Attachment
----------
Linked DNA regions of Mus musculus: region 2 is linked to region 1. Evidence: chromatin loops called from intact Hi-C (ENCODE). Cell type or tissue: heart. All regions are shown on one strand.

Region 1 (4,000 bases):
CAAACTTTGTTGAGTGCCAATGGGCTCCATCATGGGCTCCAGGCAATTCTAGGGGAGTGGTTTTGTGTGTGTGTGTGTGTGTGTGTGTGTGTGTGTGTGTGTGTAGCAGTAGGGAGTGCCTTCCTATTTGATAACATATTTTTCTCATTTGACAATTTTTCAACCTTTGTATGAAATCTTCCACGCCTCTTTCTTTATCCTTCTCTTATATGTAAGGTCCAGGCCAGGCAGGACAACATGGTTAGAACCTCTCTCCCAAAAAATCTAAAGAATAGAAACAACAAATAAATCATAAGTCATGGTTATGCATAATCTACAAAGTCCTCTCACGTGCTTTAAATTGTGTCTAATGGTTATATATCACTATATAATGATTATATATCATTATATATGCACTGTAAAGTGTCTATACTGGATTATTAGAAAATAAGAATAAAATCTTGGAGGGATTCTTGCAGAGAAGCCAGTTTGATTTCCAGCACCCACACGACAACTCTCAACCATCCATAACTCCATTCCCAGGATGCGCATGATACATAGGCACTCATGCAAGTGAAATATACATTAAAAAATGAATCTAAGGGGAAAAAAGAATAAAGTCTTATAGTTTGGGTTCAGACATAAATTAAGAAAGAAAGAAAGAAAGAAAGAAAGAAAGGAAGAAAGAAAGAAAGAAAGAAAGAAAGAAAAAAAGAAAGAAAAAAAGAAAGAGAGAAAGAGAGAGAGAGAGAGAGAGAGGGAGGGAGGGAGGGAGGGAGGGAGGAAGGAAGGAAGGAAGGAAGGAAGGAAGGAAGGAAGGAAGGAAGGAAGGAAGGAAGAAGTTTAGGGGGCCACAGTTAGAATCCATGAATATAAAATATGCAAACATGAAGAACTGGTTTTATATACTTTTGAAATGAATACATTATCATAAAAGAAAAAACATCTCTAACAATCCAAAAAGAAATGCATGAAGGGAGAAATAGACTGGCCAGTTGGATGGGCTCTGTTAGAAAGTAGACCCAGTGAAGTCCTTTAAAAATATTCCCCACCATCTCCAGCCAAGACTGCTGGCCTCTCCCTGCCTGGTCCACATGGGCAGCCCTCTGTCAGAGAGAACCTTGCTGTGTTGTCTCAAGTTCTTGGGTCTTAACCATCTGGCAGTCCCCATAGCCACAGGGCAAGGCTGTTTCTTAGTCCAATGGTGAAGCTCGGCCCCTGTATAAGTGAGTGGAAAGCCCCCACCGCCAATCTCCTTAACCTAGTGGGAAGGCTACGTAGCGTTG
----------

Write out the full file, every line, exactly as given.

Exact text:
Linked DNA regions of Mus musculus: region 2 is linked to region 1. Evidence: chromatin loops called from intact Hi-C (ENCODE). Cell type or tissue: heart. All regions are shown on one strand.

Region 1 (4,000 bases):
CAAACTTTGTTGAGTGCCAATGGGCTCCATCATGGGCTCCAGGCAATTCTAGGGGAGTGGTTTTGTGTGTGTGTGTGTGTGTGTGTGTGTGTGTGTGTGTGTGTAGCAGTAGGGAGTGCCTTCCTATTTGATAACATATTTTTCTCATTTGACAATTTTTCAACCTTTGTATGAAATCTTCCACGCCTCTTTCTTTATCCTTCTCTTATATGTAAGGTCCAGGCCAGGCAGGACAACATGGTTAGAACCTCTCTCCCAAAAAATCTAAAGAATAGAAACAACAAATAAATCATAAGTCATGGTTATGCATAATCTACAAAGTCCTCTCACGTGCTTTAAATTGTGTCTAATGGTTATATATCACTATATAATGATTATATATCATTATATATGCACTGTAAAGTGTCTATACTGGATTATTAGAAAATAAGAATAAAATCTTGGAGGGATTCTTGCAGAGAAGCCAGTTTGATTTCCAGCACCCACACGACAACTCTCAACCATCCATAACTCCATTCCCAGGATGCGCATGATACATAGGCACTCATGCAAGTGAAATATACATTAAAAAATGAATCTAAGGGGAAAAAAGAATAAAGTCTTATAGTTTGGGTTCAGACATAAATTAAGAAAGAAAGAAAGAAAGAAAGAAAGAAAGGAAGAAAGAAAGAAAGAAAGAAAGAAAGAAAAAAAGAAAGAAAAAAAGAAAGAGAGAAAGAGAGAGAGAGAGAGAGAGAGGGAGGGAGGGAGGGAGGGAGGGAGGAAGGAAGGAAGGAAGGAAGGAAGGAAGGAAGGAAGGAAGGAAGGAAGGAAGGAAGAAGTTTAGGGGGCCACAGTTAGAATCCATGAATATAAAATATGCAAACATGAAGAACTGGTTTTATATACTTTTGAAATGAATACATTATCATAAAAGAAAAAACATCTCTAACAATCCAAAAAGAAATGCATGAAGGGAGAAATAGACTGGCCAGTTGGATGGGCTCTGTTAGAAAGTAGACCCAGTGAAGTCCTTTAAAAATATTCCCCACCATCTCCAGCCAAGACTGCTGGCCTCTCCCTGCCTGGTCCACATGGGCAGCCCTCTGTCAGAGAGAACCTTGCTGTGTTGTCTCAAGTTCTTGGGTCTTAACCATCTGGCAGTCCCCATAGCCACAGGGCAAGGCTGTTTCTTAGTCCAATGGTGAAGCTCGGCCCCTGTATAAGTGAGTGGAAAGCCCCCACCGCCAATCTCCTTAACCTAGTGGGAAGGCTACGTAGCGTTG